And then there’s the anus. Scientists previously thought that Demodex did not have an anal opening and that they expelled their waste into the follicle at the end of their short lives. The authors identified the opening under a microscope and found genes that would indicate the presence of an anus — confirming that Demodex can, in fact, poop before they die.
But it’s details of the mite’s nocturnal lifestyle that truly wowed the researchers. Scientists have known that Demodex emerges from its follicular home to reproduce while we sleep. The mite’s inverse schedule could be explained by the hormone melatonin, which helps humans sleep but has the opposite effect on invertebrates like Demodex, stimulating them to move and mate.
To explain this, the researchers looked at the Demodex DNA and found that the mites lack a few key genes for maintaining a biological clock and producing melatonin. The authors came to a surprising conclusion based on this new information: The mites may be using their human hosts’ melatonin to cue and fuel their nighttime mating adventures.
The big picture — These mites have been members of our body’s ecosystem since before modern humans evolved. Despite their size, they are just as much a member of the animal kingdom as we are. But compared to other arachnids like ticks, fleas, and different species of mites, Demodex are not very complex organisms — they have the lowest number of genes out of fifteen arachnid species the authors surveyed.
The authors conclude that Demodex has been losing genes over time, evolving to be less complex by relying more on their hosts. Part of this may be thanks to isolation and inbreeding, since mite lineages mainly encounter, and therefore reproduce with, other members of their same genetic line, which can erode the genome.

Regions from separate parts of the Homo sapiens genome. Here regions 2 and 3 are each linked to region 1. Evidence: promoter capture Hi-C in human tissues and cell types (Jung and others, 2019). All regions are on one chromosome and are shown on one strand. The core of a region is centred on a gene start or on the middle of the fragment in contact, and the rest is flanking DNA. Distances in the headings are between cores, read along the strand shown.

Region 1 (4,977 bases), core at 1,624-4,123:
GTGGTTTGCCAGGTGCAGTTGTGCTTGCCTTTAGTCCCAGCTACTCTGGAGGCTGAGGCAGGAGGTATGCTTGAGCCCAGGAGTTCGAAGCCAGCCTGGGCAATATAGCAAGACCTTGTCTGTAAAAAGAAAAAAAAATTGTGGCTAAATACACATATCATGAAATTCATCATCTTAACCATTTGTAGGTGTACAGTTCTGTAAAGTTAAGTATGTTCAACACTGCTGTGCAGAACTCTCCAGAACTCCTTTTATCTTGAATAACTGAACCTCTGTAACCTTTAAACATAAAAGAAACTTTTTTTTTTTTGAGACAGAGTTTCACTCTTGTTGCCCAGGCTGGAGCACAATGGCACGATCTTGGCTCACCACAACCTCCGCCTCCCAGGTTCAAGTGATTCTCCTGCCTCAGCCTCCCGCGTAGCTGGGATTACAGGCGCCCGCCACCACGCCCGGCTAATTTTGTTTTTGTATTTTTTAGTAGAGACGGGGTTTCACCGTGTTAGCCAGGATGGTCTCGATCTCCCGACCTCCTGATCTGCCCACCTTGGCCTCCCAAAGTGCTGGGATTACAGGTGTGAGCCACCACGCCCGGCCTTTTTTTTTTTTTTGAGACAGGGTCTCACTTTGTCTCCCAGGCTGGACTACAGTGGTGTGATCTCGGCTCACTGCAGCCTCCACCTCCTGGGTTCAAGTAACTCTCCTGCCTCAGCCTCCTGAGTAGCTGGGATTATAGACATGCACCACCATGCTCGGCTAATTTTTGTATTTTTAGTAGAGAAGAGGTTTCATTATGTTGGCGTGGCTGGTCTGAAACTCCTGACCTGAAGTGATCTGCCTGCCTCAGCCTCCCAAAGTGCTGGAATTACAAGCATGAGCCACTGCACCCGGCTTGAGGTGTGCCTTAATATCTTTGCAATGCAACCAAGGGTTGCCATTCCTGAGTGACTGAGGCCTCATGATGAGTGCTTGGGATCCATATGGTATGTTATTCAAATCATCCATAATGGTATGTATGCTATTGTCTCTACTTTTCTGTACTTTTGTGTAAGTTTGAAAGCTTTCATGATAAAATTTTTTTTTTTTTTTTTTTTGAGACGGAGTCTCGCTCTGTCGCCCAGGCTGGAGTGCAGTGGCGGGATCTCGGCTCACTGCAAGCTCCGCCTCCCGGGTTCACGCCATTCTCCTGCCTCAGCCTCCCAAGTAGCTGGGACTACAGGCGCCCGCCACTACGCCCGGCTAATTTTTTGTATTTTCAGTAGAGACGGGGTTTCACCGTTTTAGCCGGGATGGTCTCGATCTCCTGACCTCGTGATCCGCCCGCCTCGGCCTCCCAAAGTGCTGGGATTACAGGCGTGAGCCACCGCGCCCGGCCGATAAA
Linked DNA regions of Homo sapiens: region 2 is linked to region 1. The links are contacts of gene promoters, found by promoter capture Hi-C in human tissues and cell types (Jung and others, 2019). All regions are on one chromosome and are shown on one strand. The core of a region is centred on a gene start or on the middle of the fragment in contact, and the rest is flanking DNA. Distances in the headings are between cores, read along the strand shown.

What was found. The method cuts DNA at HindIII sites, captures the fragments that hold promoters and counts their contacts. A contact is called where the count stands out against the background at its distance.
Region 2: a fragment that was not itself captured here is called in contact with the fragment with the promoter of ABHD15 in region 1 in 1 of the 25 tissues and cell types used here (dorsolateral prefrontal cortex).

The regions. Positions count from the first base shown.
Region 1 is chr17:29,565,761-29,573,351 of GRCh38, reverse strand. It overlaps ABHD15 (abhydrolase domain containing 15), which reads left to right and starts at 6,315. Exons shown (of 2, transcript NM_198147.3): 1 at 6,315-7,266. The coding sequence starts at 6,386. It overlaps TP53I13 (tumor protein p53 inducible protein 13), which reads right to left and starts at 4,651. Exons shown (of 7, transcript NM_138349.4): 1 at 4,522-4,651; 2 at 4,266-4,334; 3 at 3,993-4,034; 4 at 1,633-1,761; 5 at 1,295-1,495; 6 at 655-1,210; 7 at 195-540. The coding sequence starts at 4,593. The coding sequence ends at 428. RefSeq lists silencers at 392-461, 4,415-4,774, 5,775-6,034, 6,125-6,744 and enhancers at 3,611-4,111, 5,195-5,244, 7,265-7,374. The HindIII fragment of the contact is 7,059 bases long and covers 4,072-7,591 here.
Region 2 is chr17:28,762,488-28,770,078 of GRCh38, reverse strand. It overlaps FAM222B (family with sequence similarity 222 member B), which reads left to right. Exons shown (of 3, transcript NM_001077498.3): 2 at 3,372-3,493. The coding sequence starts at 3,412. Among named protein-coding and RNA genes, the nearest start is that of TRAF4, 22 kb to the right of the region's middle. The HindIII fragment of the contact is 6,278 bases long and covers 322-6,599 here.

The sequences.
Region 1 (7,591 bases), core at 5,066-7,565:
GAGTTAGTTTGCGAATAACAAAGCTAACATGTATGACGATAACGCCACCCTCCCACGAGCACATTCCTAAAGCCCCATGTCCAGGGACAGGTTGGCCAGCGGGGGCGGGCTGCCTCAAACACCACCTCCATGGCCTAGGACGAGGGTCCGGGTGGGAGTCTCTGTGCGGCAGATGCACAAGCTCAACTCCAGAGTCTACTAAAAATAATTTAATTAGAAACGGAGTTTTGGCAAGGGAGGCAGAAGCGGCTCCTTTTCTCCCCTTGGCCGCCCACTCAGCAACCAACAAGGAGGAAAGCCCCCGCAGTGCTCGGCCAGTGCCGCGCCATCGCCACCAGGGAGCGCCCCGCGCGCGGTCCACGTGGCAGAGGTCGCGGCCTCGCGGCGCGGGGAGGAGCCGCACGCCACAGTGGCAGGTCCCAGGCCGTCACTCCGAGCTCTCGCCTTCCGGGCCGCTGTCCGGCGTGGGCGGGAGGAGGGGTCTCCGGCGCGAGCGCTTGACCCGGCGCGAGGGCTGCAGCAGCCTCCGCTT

All of this indicates to the researchers that D. folliculorum may be headed toward an evolutionary dead-end and eventual extinction — though they seem to be doing just fine for now. It’s unclear what effect this eventuality would have on us, their human hosts.
What’s next — Now that scientists have sequenced the mite’s genome, they may be able to develop better treatments for the skin conditions that can arise when Demodex runs amok, says Clanner-Engelshofen. These conditions, like demodicosis and blepharitis, usually affect older adults and people with compromised immune systems and are currently treated with creams like the infamous ivermectin that kill the mites. This new genetic information could be used to develop better treatments that target and kill the mites’ larvae and present little to no adverse effects for the patient, Clanner-Engelshofen says.
And while these results are an exciting first step, they represent the genome of only one mite from one lineage. People living in different areas of the world are home to different lineages of Demodex mites, according to Michael Palopoli, an evolutionary biologist at Bowdoin College who has published research on Demodex’s evolution. Genetic sequencing would allow scientists to tease apart the worldwide differences between these mites, he says, and to investigate how they might affect human health.